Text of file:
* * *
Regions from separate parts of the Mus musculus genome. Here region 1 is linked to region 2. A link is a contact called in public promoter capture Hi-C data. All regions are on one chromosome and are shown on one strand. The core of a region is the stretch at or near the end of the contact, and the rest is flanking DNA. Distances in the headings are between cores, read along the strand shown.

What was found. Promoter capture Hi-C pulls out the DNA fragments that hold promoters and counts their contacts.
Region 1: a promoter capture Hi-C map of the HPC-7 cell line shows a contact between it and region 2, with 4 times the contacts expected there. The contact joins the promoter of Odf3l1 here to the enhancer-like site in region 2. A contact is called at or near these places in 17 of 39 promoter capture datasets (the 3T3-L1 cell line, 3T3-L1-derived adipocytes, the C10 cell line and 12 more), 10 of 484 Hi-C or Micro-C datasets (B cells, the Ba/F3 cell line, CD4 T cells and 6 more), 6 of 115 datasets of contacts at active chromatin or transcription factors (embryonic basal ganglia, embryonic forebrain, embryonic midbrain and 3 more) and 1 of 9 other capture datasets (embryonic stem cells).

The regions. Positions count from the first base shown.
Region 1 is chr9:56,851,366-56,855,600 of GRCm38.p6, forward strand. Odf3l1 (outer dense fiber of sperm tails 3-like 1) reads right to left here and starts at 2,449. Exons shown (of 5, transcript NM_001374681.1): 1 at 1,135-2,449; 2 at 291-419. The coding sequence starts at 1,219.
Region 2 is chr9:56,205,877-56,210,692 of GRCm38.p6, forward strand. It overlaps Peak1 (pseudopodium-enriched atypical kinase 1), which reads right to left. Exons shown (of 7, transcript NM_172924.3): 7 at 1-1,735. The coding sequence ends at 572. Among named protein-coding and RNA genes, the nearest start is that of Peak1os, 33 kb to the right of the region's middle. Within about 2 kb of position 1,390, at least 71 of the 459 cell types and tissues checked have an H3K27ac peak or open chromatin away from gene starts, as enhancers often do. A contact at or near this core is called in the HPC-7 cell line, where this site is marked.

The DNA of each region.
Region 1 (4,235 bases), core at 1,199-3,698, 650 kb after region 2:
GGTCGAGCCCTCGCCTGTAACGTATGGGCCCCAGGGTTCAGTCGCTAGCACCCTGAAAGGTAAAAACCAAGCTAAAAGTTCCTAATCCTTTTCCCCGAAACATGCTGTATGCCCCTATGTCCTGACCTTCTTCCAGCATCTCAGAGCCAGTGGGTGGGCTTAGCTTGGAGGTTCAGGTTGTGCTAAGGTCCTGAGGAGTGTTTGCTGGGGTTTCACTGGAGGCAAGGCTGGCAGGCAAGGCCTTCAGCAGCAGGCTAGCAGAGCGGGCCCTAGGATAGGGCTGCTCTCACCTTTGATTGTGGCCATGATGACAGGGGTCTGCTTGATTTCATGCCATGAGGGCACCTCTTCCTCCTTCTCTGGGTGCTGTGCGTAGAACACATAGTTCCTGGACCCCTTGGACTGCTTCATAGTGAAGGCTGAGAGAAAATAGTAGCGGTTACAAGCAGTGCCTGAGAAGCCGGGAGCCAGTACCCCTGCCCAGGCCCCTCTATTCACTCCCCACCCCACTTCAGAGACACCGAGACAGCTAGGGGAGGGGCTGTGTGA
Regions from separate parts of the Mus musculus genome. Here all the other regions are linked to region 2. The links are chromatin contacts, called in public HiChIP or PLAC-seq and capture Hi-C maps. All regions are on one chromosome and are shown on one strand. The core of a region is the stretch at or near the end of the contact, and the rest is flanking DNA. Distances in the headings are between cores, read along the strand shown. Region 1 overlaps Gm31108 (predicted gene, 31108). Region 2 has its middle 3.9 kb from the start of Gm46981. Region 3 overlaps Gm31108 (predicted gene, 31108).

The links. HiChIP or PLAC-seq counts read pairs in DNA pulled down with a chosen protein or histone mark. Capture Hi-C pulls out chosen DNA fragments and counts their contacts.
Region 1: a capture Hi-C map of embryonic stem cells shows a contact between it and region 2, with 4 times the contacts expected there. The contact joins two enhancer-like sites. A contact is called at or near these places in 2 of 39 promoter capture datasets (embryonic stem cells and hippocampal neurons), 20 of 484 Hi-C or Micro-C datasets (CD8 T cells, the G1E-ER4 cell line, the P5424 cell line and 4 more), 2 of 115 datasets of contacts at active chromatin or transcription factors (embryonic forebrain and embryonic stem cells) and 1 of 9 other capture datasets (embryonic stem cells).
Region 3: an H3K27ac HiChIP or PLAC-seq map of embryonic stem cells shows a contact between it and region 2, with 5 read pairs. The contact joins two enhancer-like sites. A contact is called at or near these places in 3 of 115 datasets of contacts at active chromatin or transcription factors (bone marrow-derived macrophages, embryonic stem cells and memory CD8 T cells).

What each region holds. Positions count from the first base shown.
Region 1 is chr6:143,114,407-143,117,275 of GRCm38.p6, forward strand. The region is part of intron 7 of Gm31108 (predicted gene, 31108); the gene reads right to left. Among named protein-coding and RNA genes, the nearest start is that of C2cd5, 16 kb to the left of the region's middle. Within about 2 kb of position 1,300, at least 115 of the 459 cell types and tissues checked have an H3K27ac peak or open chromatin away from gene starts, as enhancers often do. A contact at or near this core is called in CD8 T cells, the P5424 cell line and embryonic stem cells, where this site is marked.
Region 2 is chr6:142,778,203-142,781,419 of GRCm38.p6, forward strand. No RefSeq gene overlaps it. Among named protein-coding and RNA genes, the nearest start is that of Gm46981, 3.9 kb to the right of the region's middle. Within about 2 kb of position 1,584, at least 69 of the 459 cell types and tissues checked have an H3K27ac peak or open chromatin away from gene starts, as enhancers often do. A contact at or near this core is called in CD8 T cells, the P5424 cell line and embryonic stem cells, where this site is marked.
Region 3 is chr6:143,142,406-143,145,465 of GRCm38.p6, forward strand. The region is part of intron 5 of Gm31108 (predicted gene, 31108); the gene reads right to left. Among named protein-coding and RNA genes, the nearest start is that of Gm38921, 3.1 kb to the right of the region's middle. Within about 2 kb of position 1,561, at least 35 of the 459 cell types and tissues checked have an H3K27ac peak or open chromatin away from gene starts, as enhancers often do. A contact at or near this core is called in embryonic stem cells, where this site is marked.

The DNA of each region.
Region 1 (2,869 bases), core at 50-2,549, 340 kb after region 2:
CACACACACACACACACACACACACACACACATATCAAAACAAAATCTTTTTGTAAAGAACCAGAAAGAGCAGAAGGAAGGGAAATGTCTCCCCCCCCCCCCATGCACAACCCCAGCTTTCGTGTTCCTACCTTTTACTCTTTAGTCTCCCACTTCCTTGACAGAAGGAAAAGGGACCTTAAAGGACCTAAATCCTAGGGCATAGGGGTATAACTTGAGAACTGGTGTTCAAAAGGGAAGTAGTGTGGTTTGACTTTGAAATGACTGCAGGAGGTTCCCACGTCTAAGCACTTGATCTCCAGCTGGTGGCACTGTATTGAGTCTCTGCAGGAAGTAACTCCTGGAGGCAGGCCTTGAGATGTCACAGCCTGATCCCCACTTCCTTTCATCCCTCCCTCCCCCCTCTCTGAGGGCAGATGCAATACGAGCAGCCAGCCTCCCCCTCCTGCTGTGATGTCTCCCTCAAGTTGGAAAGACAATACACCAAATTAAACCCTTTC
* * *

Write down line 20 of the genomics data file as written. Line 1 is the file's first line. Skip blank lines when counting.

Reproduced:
CACACACACACACACACACACACACACACACATATCAAAACAAAATCTTTTTGTAAAGAACCAGAAAGAGCAGAAGGAAGGGAAATGTCTCCCCCCCCCCCCATGCACAACCCCAGCTTTCGTGTTCCTACCTTTTACTCTTTAGTCTCCCACTTCCTTGACAGAAGGAAAAGGGACCTTAAAGGACCTAAATCCTAGGGCATAGGGGTATAACTTGAGAACTGGTGTTCAAAAGGGAAGTAGTGTGGTTTGACTTTGAAATGACTGCAGGAGGTTCCCACGTCTAAGCACTTGATCTCCAGCTGGTGGCACTGTATTGAGTCTCTGCAGGAAGTAACTCCTGGAGGCAGGCCTTGAGATGTCACAGCCTGATCCCCACTTCCTTTCATCCCTCCCTCCCCCCTCTCTGAGGGCAGATGCAATACGAGCAGCCAGCCTCCCCCTCCTGCTGTGATGTCTCCCTCAAGTTGGAAAGACAATACACCAAATTAAACCCTTTC